McGeorge Bar Prep

What You Need to Succeed on the CA Bar Exam

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To Flashcard or Not to Flashcard

Posted by mcgeorgebarprep on May 29, 2017

1395046_p_060915During bar prep, THAT often is the question.

If flashcards worked for you in law school, they can be very effective for the bar exam; but you should not use them just because they’re popular with other people.  If that method of studying does work for you, however, the ideal way to use it is by creating your own.  Going through that process is far more effective than just reading someone else’s words, and many studies show that there is a big memory benefit to physically writing things down, as opposed to just reading them.  Furthermore, a common complaint about commercial flashcards is that they are more like outlines just printed on smaller pieces of paper.  We are well aware that your time is extremely limited this summer, and that you may not have time to create your own flashcards for every subject; so we recommend focusing on your most difficult subjects, and even then just on the most troublesome topic areas within those subjects.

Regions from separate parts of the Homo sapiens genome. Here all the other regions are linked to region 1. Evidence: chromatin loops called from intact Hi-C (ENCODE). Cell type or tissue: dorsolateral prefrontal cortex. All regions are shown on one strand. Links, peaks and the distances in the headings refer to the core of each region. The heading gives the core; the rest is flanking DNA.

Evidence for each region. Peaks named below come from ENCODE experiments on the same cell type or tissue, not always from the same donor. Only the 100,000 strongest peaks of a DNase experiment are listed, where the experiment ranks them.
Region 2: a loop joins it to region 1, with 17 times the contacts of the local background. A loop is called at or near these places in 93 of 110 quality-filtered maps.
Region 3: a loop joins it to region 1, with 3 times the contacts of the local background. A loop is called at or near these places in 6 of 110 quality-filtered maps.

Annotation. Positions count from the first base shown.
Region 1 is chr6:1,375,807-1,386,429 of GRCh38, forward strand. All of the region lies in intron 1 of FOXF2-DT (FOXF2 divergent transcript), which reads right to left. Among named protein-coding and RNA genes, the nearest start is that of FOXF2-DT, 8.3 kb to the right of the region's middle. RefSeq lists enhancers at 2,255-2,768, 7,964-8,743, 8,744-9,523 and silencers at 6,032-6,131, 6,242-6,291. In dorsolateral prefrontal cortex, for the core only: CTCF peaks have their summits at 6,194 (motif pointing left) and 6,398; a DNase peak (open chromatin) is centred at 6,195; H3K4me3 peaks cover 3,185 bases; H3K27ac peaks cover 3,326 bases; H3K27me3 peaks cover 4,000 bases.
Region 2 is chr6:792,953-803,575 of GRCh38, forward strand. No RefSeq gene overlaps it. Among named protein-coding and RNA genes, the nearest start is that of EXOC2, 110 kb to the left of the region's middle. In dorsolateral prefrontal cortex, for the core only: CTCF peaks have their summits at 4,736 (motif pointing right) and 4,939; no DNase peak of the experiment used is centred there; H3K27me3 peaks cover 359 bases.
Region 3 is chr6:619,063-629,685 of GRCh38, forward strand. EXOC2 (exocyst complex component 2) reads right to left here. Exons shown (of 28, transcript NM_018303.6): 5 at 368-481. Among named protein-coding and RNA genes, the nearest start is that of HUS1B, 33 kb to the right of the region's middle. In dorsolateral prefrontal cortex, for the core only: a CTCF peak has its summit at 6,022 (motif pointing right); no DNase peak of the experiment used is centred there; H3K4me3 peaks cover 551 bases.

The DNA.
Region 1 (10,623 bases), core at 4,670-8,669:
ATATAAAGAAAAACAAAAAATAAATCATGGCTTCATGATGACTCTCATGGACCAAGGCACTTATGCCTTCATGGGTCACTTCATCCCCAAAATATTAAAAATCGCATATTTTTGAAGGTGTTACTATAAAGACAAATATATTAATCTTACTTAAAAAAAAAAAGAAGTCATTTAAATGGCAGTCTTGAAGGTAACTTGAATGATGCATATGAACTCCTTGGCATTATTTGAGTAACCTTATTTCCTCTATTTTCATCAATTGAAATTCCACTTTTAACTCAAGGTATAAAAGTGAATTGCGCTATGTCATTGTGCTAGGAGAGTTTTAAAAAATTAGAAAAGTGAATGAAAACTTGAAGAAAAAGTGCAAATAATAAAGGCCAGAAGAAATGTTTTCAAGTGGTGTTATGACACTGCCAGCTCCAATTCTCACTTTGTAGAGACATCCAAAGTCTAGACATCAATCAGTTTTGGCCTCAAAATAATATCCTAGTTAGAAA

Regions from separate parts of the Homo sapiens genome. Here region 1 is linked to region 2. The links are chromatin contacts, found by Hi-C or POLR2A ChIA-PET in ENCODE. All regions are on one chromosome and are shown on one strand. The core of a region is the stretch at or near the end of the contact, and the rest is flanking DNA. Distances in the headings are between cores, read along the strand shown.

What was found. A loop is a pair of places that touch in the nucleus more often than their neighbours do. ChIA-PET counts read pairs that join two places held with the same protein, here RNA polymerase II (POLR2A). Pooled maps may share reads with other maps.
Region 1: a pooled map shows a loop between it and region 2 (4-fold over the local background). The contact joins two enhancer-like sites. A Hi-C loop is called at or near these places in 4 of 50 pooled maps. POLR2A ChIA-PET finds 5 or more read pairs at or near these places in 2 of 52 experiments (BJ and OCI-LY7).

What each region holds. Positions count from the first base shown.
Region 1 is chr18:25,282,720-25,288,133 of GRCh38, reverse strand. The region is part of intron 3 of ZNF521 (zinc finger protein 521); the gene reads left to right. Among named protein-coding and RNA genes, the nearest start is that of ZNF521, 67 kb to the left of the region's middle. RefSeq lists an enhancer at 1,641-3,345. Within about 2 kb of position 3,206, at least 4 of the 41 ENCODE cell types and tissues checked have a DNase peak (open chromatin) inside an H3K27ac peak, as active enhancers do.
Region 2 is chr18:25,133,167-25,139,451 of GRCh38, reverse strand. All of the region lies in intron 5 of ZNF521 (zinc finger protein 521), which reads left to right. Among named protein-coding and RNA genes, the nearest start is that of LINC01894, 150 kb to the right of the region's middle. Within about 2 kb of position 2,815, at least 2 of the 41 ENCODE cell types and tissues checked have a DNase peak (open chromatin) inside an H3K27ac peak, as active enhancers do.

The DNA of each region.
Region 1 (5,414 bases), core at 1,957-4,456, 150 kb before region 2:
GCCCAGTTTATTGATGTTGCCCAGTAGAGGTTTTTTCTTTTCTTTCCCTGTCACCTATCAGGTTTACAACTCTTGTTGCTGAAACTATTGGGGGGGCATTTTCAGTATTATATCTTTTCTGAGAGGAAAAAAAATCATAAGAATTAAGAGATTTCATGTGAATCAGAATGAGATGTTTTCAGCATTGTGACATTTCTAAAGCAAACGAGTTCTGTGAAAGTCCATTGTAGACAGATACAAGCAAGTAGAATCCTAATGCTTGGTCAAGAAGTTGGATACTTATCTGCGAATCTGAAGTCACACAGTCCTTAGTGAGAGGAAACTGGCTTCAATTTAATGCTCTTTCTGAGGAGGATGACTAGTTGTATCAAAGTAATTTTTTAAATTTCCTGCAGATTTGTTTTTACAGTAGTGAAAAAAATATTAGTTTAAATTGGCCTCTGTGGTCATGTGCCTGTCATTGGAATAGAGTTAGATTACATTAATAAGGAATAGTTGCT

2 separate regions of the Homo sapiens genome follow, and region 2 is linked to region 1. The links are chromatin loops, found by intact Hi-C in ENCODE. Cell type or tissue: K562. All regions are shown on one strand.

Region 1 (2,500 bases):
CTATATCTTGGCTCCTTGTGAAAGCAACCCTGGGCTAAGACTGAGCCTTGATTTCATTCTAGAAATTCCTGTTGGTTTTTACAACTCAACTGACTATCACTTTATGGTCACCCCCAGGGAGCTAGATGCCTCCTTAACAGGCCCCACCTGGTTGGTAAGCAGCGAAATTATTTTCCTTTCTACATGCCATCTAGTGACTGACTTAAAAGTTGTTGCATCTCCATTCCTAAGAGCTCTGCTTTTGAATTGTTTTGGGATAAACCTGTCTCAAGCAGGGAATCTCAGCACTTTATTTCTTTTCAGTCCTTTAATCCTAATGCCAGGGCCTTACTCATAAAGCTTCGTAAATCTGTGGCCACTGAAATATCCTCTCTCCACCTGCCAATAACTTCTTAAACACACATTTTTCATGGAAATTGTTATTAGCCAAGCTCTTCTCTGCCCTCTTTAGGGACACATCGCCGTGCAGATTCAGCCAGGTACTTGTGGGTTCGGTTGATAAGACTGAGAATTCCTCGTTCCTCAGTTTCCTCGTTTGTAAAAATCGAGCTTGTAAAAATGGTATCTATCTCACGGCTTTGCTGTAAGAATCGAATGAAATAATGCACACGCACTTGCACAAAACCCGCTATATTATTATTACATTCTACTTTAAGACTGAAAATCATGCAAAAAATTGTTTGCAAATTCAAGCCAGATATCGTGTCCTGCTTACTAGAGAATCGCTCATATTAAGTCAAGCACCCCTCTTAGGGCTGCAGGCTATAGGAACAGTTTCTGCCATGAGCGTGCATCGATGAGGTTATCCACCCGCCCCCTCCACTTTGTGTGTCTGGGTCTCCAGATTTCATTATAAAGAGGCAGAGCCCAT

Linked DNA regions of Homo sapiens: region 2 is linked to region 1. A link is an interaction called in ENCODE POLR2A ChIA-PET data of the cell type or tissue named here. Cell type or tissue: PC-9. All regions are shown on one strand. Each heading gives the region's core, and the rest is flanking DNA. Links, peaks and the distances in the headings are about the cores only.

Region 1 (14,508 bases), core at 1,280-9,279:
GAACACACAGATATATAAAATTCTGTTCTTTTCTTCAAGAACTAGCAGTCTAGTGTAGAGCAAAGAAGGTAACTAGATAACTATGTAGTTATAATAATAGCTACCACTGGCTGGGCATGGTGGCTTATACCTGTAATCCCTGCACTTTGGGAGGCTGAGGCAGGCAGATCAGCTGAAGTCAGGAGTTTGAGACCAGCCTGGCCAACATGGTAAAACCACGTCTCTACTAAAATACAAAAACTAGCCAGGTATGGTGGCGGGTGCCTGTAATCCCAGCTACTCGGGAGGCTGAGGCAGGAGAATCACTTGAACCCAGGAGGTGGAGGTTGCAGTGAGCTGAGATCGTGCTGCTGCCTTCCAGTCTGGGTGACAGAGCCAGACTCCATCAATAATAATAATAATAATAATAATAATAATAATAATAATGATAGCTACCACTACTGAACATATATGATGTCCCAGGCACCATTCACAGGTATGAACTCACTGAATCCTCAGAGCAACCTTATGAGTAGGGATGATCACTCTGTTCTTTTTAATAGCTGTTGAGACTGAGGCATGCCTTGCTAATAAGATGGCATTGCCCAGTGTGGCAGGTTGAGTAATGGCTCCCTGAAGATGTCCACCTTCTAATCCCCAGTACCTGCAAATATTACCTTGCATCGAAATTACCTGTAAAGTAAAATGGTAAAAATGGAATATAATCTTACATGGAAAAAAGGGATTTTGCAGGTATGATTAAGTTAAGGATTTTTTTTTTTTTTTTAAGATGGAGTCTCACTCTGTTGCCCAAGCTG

We do not advertise bar vendors on this blog, because bar study plans and aids are one-size-fits-most, and making those choices depends on each individual’s needs.  That said, and although creating your own flashcards is the best choice if at all possible, of all the commercial bar flashcard options out there, Critical Pass is the most well-respected.  They are color-coded, and they have spaces on them for you to write your own notes, so you can have a little of that memory benefit (even though making your own cards is better).  Again, this is NOT an official endorsement; but we wanted to share that if you do your research, consider your needs carefully, and decide that you would like to purchase these flashcards, we just received a discount code for $20 off and free shipping:  20PACIFIC2017.  It is good only for McGeorge students, and only from May 30 through June 9.  (Please note that these flashcards just cover MBE subjects, not CA subjects or law, although you could write the CA distinctions on the cards yourself.)

Of course there are other options if flashcarding did not work for you in law school:  You can keep a blank notebook handy as you study and write down the rules that you find most confusing, or you can use whiteboards or tape blank pages of paper to a wall and chart out the relationships between the rules, etc.  Whatever worked for you in law school is your best choice in bar prep.  Now is not the time to change proverbial horses mid-stream, even if it feels like “everyone else” is using one particular method.  To thine own self be true!  Success comes when you honestly think about what works best for you, continue to assess yourself and your study habits throughout the summer, and adjust accordingly.

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